Burr & Forman

09.23.2015   |   Blog Articles, Consumer Finance Litigation, North Carolina, TCPA

Court Acknowledges That “Good Faith” Belief of Consent May Be a Complete Defense Under TCPA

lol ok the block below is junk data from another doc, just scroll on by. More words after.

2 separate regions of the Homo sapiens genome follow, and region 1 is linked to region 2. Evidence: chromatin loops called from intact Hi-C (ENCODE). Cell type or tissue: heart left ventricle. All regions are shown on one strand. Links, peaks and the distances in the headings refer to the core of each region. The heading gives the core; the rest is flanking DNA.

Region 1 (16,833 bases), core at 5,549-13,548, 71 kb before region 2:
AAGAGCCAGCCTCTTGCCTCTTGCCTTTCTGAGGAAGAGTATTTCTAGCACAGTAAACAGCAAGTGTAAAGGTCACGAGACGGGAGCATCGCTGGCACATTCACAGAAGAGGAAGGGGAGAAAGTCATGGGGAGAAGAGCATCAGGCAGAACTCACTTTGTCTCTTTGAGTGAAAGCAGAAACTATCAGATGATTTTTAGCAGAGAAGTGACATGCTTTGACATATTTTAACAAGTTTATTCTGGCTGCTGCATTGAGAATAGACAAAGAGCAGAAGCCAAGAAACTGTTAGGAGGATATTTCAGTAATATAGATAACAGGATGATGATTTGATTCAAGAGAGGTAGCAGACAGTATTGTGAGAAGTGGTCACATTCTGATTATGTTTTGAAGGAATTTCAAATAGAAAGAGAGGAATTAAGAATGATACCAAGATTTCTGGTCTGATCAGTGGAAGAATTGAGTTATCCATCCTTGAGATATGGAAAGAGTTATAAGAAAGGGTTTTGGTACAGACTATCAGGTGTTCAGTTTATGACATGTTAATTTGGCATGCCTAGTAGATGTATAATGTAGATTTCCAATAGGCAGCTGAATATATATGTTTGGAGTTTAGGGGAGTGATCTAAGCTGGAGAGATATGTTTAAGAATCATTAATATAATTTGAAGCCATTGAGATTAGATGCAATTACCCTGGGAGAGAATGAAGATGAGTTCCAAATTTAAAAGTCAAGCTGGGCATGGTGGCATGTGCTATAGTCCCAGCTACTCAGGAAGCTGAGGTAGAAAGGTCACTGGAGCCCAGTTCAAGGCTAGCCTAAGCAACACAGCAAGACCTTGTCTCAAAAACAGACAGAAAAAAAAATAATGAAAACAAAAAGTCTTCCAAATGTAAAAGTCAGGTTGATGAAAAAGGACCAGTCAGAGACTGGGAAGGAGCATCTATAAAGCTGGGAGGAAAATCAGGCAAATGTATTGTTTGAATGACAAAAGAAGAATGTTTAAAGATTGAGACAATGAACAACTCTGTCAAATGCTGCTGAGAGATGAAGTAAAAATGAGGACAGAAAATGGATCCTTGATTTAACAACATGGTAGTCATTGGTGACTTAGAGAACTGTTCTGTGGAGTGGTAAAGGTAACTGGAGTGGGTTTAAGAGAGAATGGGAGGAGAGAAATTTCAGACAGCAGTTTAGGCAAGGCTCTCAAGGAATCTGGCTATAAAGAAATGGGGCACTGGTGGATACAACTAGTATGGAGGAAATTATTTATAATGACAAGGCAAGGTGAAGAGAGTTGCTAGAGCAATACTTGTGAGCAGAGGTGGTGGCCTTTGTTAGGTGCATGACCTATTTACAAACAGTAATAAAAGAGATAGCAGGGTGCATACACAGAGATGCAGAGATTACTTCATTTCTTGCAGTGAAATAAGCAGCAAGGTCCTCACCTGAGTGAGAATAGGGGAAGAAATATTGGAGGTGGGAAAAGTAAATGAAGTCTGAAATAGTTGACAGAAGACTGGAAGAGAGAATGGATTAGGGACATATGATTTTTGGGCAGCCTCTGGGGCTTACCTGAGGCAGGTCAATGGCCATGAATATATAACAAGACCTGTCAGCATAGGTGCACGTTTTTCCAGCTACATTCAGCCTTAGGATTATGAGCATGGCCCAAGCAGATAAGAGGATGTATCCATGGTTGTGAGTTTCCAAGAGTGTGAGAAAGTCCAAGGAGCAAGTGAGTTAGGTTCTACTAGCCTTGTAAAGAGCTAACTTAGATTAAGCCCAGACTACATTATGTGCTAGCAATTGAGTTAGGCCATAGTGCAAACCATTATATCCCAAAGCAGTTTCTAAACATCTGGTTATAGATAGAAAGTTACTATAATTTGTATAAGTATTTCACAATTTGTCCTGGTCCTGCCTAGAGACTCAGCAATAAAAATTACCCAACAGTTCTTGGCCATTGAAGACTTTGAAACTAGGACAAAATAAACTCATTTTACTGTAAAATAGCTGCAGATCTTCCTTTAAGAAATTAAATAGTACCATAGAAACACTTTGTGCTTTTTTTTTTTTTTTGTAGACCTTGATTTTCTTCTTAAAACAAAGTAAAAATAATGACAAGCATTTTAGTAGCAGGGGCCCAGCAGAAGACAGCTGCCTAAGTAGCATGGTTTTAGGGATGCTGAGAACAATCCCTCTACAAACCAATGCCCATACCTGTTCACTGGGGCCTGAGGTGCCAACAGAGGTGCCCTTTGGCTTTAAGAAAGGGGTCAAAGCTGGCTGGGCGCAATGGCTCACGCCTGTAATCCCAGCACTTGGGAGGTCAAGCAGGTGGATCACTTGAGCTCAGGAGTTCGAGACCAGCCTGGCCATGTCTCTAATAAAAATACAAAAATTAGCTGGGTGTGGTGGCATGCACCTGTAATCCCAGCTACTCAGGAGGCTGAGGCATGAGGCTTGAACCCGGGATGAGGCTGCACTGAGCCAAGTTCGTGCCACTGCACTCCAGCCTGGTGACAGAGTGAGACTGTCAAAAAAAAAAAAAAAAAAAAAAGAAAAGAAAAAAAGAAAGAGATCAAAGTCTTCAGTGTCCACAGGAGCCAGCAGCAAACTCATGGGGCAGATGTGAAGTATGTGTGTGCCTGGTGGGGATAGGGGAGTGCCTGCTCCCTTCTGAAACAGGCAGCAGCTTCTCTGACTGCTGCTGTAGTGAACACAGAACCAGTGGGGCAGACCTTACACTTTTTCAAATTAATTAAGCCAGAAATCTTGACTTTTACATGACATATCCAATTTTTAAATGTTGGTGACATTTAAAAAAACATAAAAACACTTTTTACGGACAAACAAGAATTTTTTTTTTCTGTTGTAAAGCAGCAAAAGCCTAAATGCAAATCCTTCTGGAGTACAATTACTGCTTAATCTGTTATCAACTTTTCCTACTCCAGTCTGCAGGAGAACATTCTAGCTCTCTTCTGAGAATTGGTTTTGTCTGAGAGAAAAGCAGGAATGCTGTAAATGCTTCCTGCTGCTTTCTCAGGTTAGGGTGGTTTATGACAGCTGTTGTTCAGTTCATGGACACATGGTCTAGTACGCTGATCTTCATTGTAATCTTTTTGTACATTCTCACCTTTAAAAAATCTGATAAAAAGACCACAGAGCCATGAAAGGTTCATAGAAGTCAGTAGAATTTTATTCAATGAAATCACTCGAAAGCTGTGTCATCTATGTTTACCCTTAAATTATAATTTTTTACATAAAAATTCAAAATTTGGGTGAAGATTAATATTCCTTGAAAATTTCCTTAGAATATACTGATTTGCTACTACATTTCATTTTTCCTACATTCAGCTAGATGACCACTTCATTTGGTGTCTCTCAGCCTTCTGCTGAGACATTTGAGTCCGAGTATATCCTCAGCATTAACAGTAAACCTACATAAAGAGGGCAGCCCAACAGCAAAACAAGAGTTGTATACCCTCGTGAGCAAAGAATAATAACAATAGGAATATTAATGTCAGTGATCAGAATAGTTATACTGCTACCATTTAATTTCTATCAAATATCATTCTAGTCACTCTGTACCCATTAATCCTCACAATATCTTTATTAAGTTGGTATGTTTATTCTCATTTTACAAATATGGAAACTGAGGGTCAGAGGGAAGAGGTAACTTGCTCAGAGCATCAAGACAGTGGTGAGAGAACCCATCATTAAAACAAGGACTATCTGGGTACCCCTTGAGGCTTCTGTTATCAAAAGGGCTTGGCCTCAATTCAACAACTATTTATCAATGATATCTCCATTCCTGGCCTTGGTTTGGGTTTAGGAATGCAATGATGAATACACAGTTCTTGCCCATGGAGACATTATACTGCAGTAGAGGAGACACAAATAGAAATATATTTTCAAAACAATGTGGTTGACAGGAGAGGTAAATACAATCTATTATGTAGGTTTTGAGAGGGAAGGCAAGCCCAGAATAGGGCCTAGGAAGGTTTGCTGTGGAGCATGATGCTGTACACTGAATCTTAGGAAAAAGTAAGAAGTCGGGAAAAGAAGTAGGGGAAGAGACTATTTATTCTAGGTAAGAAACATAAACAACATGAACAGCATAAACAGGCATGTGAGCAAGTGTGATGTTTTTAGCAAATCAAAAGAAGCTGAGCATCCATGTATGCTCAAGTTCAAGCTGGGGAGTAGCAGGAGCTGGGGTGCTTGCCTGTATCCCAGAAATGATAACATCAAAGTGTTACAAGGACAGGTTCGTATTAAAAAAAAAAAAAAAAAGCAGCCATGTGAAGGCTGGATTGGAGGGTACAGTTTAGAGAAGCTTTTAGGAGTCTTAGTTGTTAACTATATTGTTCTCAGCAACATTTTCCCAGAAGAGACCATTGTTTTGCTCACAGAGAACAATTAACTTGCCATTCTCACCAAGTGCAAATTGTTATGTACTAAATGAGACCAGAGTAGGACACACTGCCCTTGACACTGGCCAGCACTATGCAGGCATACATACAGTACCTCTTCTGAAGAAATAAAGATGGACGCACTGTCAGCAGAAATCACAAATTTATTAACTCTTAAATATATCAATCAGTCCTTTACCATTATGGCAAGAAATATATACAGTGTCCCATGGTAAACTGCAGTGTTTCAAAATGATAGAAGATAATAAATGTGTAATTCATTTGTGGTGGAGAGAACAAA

In Danehy v. Time Warner Cable Enterprise LLC, No. 5:14-cv-133, 2015 WL 5534285 (E.D.N.C. Sep. 18, 2015), the United States District Court for the Eastern District of North Carolina adopted the magistrate’s findings that a caller’s good-faith belief of consent is a complete defense under the Telephone Consumer Protection Act (“TCPA”). The defendant in Danehy, a cable company, had been asked by one of its customers to perform a service visit. The customer had provided a cell phone number to the defendant as one of his contact numbers. Unbeknownst to the defendant, the cell phone number had since been reassigned to the plaintiff. It was undisputed that the plaintiff himself never provided consent for the defendant to call the number. The defendant placed six calls to the cell phone number in an attempt to reach its customer regarding the service visit. The Danehy plaintiff filed suit, alleging that the defendant violated the TCPA by 1) placing unauthorized calls to his cell phone using an automatic telephone dialing system (“ATDS”), and 2) placing calls to a number listed in the national Do-Not-Call Registry. The defendant moved for summary judgment on both counts. The magistrate judge granted summary judgment on three grounds: 1) that the calls were not placed using an ATDS; 2) that the defendant’s “good faith belief of consent” was “a complete defense” under the TCPA; and 3) that the defendant’s service calls “fell outside the intended scope of the TCPA.” The plaintiff objected to the magistrate’s finding that the defendant did not use an ATDS. Adopting the magistrate’s recommendation to grant summary judgment, the court noted that the plaintiff’s objection regarding the ATDS finding was immaterial because summary judgment was proper on the alternative grounds proposed by the magistrate. Specifically, the court held that there was no clear error in the magistrate’s determinations regarding a “good faith” defense and the scope of the TCPA, noting that courts are divided on these issues.

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